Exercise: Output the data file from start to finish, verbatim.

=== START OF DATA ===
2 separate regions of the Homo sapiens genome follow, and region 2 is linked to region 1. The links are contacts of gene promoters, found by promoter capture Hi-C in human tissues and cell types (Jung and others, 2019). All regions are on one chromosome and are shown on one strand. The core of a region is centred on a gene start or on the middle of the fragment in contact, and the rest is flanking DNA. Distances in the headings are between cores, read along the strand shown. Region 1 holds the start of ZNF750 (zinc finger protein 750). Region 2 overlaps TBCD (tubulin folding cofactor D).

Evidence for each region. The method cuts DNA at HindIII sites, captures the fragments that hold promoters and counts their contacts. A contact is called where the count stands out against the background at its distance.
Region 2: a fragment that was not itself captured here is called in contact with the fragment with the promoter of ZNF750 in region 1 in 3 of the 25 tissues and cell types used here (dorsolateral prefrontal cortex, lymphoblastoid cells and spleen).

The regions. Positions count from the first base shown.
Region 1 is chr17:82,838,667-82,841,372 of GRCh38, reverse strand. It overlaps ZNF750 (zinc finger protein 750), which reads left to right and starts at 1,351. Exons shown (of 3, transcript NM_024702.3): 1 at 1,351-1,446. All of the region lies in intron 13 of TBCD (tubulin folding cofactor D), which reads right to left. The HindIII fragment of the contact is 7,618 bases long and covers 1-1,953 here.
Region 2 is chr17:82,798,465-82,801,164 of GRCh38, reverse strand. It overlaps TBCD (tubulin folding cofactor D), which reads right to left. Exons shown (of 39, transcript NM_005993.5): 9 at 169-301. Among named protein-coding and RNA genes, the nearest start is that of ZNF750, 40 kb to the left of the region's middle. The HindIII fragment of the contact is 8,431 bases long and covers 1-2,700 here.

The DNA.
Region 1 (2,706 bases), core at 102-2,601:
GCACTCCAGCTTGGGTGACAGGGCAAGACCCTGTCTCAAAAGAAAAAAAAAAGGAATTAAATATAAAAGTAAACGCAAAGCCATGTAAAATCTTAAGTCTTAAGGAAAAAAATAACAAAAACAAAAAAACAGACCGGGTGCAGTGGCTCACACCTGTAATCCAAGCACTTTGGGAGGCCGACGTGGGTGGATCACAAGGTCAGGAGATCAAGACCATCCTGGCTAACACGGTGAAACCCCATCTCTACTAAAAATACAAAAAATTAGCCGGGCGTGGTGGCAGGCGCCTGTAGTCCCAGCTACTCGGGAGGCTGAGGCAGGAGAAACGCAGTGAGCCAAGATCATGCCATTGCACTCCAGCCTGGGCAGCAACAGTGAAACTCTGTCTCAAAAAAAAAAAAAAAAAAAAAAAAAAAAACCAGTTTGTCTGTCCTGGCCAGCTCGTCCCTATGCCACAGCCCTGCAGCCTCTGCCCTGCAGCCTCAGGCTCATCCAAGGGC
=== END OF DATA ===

2 separate regions of the Homo sapiens genome follow, and region 2 is linked to region 1. The links are contacts of gene promoters, found by promoter capture Hi-C in human tissues and cell types (Jung and others, 2019). All regions are on one chromosome and are shown on one strand. The core of a region is centred on a gene start or on the middle of the fragment in contact, and the rest is flanking DNA. Distances in the headings are between cores, read along the strand shown. Region 1 holds the start of ZNF750 (zinc finger protein 750). Region 2 overlaps TBCD (tubulin folding cofactor D).

Evidence for each region. The method cuts DNA at HindIII sites, captures the fragments that hold promoters and counts their contacts. A contact is called where the count stands out against the background at its distance.
Region 2: a fragment that was not itself captured here is called in contact with the fragment with the promoter of ZNF750 in region 1 in 3 of the 25 tissues and cell types used here (dorsolateral prefrontal cortex, lymphoblastoid cells and spleen).

The regions. Positions count from the first base shown.
Region 1 is chr17:82,838,667-82,841,372 of GRCh38, reverse strand. It overlaps ZNF750 (zinc finger protein 750), which reads left to right and starts at 1,351. Exons shown (of 3, transcript NM_024702.3): 1 at 1,351-1,446. All of the region lies in intron 13 of TBCD (tubulin folding cofactor D), which reads right to left. The HindIII fragment of the contact is 7,618 bases long and covers 1-1,953 here.
Region 2 is chr17:82,798,465-82,801,164 of GRCh38, reverse strand. It overlaps TBCD (tubulin folding cofactor D), which reads right to left. Exons shown (of 39, transcript NM_005993.5): 9 at 169-301. Among named protein-coding and RNA genes, the nearest start is that of ZNF750, 40 kb to the left of the region's middle. The HindIII fragment of the contact is 8,431 bases long and covers 1-2,700 here.

The DNA.
Region 1 (2,706 bases), core at 102-2,601:
GCACTCCAGCTTGGGTGACAGGGCAAGACCCTGTCTCAAAAGAAAAAAAAAAGGAATTAAATATAAAAGTAAACGCAAAGCCATGTAAAATCTTAAGTCTTAAGGAAAAAAATAACAAAAACAAAAAAACAGACCGGGTGCAGTGGCTCACACCTGTAATCCAAGCACTTTGGGAGGCCGACGTGGGTGGATCACAAGGTCAGGAGATCAAGACCATCCTGGCTAACACGGTGAAACCCCATCTCTACTAAAAATACAAAAAATTAGCCGGGCGTGGTGGCAGGCGCCTGTAGTCCCAGCTACTCGGGAGGCTGAGGCAGGAGAAACGCAGTGAGCCAAGATCATGCCATTGCACTCCAGCCTGGGCAGCAACAGTGAAACTCTGTCTCAAAAAAAAAAAAAAAAAAAAAAAAAAAAACCAGTTTGTCTGTCCTGGCCAGCTCGTCCCTATGCCACAGCCCTGCAGCCTCTGCCCTGCAGCCTCAGGCTCATCCAAGGGC